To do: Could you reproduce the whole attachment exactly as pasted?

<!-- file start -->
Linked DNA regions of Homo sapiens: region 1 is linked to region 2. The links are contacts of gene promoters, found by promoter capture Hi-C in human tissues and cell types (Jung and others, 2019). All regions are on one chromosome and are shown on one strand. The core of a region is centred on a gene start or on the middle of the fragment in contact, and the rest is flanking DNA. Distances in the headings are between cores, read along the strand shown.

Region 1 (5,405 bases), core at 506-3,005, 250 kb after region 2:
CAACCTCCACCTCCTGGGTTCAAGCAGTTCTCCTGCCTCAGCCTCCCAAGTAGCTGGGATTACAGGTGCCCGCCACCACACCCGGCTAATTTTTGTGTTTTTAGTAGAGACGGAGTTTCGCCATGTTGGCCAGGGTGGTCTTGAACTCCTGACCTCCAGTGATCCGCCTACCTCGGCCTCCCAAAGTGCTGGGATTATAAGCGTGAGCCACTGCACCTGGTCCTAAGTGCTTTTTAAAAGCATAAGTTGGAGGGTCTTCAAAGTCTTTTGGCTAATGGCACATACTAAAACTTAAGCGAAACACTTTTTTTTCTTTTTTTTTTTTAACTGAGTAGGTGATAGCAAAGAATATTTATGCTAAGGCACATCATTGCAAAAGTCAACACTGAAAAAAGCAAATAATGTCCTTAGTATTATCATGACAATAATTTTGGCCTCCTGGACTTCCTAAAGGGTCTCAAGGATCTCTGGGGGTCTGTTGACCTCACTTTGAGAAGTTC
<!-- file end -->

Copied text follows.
Linked DNA regions of Homo sapiens: region 1 is linked to region 2. The links are contacts of gene promoters, found by promoter capture Hi-C in human tissues and cell types (Jung and others, 2019). All regions are on one chromosome and are shown on one strand. The core of a region is centred on a gene start or on the middle of the fragment in contact, and the rest is flanking DNA. Distances in the headings are between cores, read along the strand shown.

Region 1 (5,405 bases), core at 506-3,005, 250 kb after region 2:
CAACCTCCACCTCCTGGGTTCAAGCAGTTCTCCTGCCTCAGCCTCCCAAGTAGCTGGGATTACAGGTGCCCGCCACCACACCCGGCTAATTTTTGTGTTTTTAGTAGAGACGGAGTTTCGCCATGTTGGCCAGGGTGGTCTTGAACTCCTGACCTCCAGTGATCCGCCTACCTCGGCCTCCCAAAGTGCTGGGATTATAAGCGTGAGCCACTGCACCTGGTCCTAAGTGCTTTTTAAAAGCATAAGTTGGAGGGTCTTCAAAGTCTTTTGGCTAATGGCACATACTAAAACTTAAGCGAAACACTTTTTTTTCTTTTTTTTTTTTAACTGAGTAGGTGATAGCAAAGAATATTTATGCTAAGGCACATCATTGCAAAAGTCAACACTGAAAAAAGCAAATAATGTCCTTAGTATTATCATGACAATAATTTTGGCCTCCTGGACTTCCTAAAGGGTCTCAAGGATCTCTGGGGGTCTGTTGACCTCACTTTGAGAAGTTC